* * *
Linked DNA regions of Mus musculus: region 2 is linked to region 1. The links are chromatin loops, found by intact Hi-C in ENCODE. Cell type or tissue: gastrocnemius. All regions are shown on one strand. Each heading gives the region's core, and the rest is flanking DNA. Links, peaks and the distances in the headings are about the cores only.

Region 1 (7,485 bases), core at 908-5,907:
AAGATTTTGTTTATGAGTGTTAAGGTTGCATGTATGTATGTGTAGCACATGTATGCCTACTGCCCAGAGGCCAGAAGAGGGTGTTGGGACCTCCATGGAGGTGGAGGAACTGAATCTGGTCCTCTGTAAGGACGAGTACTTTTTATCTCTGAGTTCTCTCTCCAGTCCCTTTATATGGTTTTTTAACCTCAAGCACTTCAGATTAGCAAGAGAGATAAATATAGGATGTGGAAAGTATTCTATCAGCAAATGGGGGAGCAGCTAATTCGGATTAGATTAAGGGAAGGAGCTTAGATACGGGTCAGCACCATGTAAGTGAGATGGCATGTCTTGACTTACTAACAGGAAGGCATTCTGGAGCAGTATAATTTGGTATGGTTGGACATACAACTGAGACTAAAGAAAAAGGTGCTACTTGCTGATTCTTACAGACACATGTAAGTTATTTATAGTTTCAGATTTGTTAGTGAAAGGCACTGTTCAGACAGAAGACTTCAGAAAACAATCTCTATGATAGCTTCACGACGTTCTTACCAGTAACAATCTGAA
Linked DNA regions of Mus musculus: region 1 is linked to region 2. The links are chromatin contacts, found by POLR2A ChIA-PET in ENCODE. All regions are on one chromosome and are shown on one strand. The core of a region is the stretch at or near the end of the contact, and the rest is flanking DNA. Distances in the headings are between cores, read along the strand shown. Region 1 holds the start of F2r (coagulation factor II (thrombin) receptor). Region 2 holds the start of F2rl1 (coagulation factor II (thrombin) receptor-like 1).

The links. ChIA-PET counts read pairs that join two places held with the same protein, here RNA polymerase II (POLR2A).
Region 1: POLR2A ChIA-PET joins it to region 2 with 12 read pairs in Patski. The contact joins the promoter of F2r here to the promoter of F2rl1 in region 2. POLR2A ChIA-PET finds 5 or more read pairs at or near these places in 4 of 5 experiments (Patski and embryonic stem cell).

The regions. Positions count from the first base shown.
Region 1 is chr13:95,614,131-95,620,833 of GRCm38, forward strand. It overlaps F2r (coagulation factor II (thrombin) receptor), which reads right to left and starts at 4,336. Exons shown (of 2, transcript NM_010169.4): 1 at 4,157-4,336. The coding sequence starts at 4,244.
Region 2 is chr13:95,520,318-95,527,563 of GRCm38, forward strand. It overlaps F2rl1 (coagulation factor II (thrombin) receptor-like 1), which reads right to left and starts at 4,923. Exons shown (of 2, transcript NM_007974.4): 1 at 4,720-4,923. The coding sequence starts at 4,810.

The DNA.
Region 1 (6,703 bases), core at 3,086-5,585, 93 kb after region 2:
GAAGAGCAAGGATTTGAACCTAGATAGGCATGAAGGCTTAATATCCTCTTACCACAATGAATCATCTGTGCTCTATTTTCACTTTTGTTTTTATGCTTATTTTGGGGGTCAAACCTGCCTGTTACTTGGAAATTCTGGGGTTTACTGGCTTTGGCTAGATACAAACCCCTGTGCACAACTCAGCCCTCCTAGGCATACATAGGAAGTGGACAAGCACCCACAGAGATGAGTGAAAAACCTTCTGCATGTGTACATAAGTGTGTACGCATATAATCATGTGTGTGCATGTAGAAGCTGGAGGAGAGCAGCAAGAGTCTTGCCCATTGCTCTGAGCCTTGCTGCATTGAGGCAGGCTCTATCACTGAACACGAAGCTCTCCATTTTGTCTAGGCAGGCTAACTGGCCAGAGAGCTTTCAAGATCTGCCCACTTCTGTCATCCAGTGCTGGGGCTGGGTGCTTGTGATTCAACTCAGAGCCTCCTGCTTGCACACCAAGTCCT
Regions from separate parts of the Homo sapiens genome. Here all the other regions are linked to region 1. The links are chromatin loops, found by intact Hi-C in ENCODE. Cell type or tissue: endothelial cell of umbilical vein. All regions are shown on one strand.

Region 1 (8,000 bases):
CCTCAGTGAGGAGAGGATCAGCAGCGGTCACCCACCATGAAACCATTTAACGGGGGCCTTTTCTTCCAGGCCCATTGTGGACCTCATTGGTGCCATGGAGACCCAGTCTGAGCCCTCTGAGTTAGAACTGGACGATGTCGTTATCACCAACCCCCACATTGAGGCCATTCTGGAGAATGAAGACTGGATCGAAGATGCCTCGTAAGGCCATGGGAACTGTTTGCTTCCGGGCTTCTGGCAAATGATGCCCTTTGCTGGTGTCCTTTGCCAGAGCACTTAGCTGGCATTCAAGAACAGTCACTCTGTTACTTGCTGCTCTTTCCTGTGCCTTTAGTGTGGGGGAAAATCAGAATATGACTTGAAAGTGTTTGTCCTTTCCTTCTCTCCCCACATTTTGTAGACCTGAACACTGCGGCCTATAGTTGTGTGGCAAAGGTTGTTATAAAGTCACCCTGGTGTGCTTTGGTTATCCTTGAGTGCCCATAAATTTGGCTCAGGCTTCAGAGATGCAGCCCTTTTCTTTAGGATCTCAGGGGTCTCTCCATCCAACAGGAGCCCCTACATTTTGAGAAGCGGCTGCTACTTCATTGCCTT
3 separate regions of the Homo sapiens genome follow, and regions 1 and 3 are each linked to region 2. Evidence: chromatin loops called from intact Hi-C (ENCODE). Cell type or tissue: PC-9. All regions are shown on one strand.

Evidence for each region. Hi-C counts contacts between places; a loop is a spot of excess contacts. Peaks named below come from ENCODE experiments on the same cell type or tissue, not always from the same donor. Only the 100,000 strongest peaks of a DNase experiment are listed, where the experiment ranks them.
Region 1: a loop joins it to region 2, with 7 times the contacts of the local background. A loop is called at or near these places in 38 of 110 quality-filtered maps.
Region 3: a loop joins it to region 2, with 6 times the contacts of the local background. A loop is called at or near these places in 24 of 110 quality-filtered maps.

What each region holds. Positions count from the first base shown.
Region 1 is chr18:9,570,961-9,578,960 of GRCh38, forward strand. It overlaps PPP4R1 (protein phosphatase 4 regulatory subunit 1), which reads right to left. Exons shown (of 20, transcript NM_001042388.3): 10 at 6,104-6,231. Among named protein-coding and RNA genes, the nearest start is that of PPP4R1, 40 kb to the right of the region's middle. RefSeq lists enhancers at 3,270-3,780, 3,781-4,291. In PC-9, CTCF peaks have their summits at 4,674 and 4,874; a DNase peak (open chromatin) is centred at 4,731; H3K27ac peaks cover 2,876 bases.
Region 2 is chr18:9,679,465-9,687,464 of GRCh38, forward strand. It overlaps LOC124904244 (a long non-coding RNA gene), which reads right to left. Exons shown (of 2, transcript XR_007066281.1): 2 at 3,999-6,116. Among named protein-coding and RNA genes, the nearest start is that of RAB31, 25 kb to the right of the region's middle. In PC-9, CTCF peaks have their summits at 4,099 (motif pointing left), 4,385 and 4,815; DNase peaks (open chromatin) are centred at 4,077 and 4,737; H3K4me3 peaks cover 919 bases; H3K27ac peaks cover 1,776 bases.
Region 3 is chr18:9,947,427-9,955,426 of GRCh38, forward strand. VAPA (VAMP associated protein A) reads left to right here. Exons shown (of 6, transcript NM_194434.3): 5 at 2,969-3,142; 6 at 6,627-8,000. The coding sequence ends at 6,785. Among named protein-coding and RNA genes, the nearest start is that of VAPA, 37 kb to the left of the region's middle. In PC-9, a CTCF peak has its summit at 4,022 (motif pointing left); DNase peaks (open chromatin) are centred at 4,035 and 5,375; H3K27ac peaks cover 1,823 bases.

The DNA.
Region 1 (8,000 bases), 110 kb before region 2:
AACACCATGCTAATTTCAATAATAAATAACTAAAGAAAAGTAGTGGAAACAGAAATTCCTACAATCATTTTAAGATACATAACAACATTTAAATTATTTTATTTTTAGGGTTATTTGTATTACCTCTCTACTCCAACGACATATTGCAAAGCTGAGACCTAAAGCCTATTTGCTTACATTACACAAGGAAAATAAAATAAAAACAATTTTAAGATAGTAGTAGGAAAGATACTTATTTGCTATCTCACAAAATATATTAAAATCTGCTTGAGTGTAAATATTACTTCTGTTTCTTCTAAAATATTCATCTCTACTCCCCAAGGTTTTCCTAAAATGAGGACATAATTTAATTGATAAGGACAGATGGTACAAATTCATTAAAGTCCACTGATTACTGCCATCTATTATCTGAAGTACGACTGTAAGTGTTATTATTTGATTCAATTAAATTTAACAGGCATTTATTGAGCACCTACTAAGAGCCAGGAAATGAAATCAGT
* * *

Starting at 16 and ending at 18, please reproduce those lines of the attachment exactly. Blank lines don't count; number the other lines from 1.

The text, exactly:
3 separate regions of the Homo sapiens genome follow, and regions 1 and 3 are each linked to region 2. Evidence: chromatin loops called from intact Hi-C (ENCODE). Cell type or tissue: PC-9. All regions are shown on one strand.

Evidence for each region. Hi-C counts contacts between places; a loop is a spot of excess contacts. Peaks named below come from ENCODE experiments on the same cell type or tissue, not always from the same donor. Only the 100,000 strongest peaks of a DNase experiment are listed, where the experiment ranks them.
Region 1: a loop joins it to region 2, with 7 times the contacts of the local background. A loop is called at or near these places in 38 of 110 quality-filtered maps.